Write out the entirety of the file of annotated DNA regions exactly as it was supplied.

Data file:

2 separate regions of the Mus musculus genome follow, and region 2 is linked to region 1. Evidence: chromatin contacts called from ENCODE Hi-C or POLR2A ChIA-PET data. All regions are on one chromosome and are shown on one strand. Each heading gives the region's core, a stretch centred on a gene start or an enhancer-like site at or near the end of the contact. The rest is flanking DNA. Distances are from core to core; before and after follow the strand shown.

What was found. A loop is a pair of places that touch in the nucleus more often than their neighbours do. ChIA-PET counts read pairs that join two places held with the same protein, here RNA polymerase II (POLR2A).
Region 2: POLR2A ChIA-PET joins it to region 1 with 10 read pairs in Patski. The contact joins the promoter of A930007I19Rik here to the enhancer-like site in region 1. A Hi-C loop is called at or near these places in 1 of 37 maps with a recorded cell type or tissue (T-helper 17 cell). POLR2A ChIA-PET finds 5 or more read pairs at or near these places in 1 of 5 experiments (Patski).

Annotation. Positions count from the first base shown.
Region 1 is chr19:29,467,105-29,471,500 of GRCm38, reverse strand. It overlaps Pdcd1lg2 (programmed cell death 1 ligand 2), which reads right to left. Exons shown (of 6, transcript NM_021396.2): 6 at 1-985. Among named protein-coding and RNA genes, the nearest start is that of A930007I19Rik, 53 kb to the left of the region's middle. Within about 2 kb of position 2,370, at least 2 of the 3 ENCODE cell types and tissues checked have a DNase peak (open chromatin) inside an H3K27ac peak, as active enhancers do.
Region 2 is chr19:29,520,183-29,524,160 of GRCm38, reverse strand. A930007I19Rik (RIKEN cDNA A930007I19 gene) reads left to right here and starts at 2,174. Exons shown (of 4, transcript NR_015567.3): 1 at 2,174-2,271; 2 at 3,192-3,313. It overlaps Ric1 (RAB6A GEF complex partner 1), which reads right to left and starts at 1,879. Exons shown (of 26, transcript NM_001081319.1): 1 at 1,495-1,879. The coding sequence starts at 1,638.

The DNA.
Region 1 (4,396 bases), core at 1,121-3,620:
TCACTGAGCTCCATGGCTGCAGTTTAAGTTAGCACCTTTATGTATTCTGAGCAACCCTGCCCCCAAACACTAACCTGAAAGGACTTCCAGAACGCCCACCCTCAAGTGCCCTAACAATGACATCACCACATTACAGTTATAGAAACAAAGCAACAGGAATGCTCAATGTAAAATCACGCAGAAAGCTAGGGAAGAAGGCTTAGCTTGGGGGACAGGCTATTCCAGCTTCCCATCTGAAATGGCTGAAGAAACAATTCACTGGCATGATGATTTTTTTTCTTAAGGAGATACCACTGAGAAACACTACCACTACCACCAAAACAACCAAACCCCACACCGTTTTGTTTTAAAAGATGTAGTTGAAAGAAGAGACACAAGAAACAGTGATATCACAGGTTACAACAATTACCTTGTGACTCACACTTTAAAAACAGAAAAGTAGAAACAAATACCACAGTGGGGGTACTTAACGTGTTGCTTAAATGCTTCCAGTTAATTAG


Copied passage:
2 separate regions of the Mus musculus genome follow, and region 2 is linked to region 1. Evidence: chromatin contacts called from ENCODE Hi-C or POLR2A ChIA-PET data. All regions are on one chromosome and are shown on one strand. Each heading gives the region's core, a stretch centred on a gene start or an enhancer-like site at or near the end of the contact. The rest is flanking DNA. Distances are from core to core; before and after follow the strand shown.

What was found. A loop is a pair of places that touch in the nucleus more often than their neighbours do. ChIA-PET counts read pairs that join two places held with the same protein, here RNA polymerase II (POLR2A).
Region 2: POLR2A ChIA-PET joins it to region 1 with 10 read pairs in Patski. The contact joins the promoter of A930007I19Rik here to the enhancer-like site in region 1. A Hi-C loop is called at or near these places in 1 of 37 maps with a recorded cell type or tissue (T-helper 17 cell). POLR2A ChIA-PET finds 5 or more read pairs at or near these places in 1 of 5 experiments (Patski).

Annotation. Positions count from the first base shown.
Region 1 is chr19:29,467,105-29,471,500 of GRCm38, reverse strand. It overlaps Pdcd1lg2 (programmed cell death 1 ligand 2), which reads right to left. Exons shown (of 6, transcript NM_021396.2): 6 at 1-985. Among named protein-coding and RNA genes, the nearest start is that of A930007I19Rik, 53 kb to the left of the region's middle. Within about 2 kb of position 2,370, at least 2 of the 3 ENCODE cell types and tissues checked have a DNase peak (open chromatin) inside an H3K27ac peak, as active enhancers do.
Region 2 is chr19:29,520,183-29,524,160 of GRCm38, reverse strand. A930007I19Rik (RIKEN cDNA A930007I19 gene) reads left to right here and starts at 2,174. Exons shown (of 4, transcript NR_015567.3): 1 at 2,174-2,271; 2 at 3,192-3,313. It overlaps Ric1 (RAB6A GEF complex partner 1), which reads right to left and starts at 1,879. Exons shown (of 26, transcript NM_001081319.1): 1 at 1,495-1,879. The coding sequence starts at 1,638.

The DNA.
Region 1 (4,396 bases), core at 1,121-3,620:
TCACTGAGCTCCATGGCTGCAGTTTAAGTTAGCACCTTTATGTATTCTGAGCAACCCTGCCCCCAAACACTAACCTGAAAGGACTTCCAGAACGCCCACCCTCAAGTGCCCTAACAATGACATCACCACATTACAGTTATAGAAACAAAGCAACAGGAATGCTCAATGTAAAATCACGCAGAAAGCTAGGGAAGAAGGCTTAGCTTGGGGGACAGGCTATTCCAGCTTCCCATCTGAAATGGCTGAAGAAACAATTCACTGGCATGATGATTTTTTTTCTTAAGGAGATACCACTGAGAAACACTACCACTACCACCAAAACAACCAAACCCCACACCGTTTTGTTTTAAAAGATGTAGTTGAAAGAAGAGACACAAGAAACAGTGATATCACAGGTTACAACAATTACCTTGTGACTCACACTTTAAAAACAGAAAAGTAGAAACAAATACCACAGTGGGGGTACTTAACGTGTTGCTTAAATGCTTCCAGTTAATTAG